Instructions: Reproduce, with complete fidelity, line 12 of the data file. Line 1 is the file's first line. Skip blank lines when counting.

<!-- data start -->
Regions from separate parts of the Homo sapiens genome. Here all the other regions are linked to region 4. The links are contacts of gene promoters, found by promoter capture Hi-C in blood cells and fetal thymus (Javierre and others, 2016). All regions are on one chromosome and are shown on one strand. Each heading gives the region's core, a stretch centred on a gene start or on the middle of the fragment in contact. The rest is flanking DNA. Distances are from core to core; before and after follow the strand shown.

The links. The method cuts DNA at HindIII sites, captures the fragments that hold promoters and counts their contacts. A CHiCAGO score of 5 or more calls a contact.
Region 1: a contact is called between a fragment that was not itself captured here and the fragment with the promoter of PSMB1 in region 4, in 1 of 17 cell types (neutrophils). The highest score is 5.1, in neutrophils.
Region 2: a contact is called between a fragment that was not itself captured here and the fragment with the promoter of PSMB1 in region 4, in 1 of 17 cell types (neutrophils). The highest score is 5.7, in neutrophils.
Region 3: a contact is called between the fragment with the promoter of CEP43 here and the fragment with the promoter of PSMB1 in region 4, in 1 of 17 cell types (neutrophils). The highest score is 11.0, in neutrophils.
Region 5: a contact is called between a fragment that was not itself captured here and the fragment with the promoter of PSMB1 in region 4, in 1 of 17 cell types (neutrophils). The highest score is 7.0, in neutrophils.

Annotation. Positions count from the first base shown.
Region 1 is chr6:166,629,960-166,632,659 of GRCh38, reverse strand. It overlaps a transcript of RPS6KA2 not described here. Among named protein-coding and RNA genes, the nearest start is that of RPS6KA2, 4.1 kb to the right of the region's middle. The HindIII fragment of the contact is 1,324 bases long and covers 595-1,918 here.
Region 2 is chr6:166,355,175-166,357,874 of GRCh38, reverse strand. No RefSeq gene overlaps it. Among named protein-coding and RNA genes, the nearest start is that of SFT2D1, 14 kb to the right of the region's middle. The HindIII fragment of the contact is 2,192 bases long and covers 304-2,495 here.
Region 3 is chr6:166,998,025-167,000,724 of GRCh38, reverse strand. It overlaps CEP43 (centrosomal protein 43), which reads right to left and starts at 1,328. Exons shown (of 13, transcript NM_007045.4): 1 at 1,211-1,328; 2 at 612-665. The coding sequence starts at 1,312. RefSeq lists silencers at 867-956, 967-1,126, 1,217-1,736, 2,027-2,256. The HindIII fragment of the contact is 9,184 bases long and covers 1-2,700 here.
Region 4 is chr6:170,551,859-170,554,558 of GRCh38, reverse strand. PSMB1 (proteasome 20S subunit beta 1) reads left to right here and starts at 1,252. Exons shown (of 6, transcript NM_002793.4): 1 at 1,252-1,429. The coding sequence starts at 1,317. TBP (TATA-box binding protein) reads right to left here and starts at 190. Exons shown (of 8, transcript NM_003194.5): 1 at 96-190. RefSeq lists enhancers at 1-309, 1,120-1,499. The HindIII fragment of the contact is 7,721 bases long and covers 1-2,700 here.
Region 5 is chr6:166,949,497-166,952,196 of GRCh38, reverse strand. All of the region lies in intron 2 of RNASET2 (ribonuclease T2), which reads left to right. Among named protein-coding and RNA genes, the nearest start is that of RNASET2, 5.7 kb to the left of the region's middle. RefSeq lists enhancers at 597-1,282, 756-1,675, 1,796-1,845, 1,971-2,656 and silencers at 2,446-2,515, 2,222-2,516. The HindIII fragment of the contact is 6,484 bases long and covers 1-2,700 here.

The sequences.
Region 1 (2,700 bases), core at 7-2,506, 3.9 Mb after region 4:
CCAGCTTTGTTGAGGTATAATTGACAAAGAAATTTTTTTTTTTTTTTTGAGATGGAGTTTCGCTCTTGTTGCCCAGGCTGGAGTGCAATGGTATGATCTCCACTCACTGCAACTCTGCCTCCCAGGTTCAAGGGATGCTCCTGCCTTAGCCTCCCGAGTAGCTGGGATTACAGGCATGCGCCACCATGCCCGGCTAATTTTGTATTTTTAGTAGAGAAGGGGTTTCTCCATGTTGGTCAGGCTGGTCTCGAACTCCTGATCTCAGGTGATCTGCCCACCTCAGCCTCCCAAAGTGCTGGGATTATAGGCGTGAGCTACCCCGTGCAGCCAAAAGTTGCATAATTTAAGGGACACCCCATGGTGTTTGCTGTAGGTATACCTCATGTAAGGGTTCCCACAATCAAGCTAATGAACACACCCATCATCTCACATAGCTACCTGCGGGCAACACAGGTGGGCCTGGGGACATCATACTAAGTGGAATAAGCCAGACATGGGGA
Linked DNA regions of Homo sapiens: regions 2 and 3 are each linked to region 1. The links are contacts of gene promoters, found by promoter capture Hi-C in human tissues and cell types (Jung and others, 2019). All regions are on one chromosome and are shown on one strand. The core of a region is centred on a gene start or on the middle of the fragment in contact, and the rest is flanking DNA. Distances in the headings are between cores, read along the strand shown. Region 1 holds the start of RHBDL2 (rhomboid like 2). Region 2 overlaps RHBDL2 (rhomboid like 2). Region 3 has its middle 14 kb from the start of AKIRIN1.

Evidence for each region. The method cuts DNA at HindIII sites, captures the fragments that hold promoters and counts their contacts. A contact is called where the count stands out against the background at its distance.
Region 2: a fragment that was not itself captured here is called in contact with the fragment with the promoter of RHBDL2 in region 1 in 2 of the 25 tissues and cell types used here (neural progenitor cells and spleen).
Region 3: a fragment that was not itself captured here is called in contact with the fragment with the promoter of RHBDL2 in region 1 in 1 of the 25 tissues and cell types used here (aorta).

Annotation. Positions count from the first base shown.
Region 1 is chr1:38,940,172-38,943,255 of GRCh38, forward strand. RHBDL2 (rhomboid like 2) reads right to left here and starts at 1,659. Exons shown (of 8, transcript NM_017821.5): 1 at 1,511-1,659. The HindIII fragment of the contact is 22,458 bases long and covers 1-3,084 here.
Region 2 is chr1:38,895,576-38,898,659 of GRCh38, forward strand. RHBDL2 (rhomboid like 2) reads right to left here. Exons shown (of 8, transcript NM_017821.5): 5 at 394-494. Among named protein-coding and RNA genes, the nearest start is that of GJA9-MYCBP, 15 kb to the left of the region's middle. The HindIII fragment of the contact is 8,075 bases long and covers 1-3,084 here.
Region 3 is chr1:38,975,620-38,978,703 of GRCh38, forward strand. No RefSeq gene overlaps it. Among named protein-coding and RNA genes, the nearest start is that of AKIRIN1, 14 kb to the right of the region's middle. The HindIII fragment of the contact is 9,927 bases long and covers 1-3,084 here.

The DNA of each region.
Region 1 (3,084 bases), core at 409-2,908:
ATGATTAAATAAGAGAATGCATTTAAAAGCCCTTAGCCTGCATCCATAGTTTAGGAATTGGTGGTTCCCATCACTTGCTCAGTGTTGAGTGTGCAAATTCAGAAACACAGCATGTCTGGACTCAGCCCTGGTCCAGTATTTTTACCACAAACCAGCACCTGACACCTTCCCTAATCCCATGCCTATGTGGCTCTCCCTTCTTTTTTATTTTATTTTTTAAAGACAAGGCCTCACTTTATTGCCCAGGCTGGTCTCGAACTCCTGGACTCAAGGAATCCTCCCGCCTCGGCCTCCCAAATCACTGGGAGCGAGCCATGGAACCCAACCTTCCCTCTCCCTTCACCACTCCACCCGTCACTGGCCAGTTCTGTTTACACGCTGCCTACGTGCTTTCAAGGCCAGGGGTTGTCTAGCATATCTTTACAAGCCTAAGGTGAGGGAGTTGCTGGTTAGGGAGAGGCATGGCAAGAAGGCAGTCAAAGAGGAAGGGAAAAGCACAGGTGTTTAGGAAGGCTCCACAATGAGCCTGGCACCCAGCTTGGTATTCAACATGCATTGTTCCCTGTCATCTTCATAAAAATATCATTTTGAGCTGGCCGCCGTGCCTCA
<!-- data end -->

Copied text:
Region 5 is chr6:166,949,497-166,952,196 of GRCh38, reverse strand. All of the region lies in intron 2 of RNASET2 (ribonuclease T2), which reads left to right. Among named protein-coding and RNA genes, the nearest start is that of RNASET2, 5.7 kb to the left of the region's middle. RefSeq lists enhancers at 597-1,282, 756-1,675, 1,796-1,845, 1,971-2,656 and silencers at 2,446-2,515, 2,222-2,516. The HindIII fragment of the contact is 6,484 bases long and covers 1-2,700 here.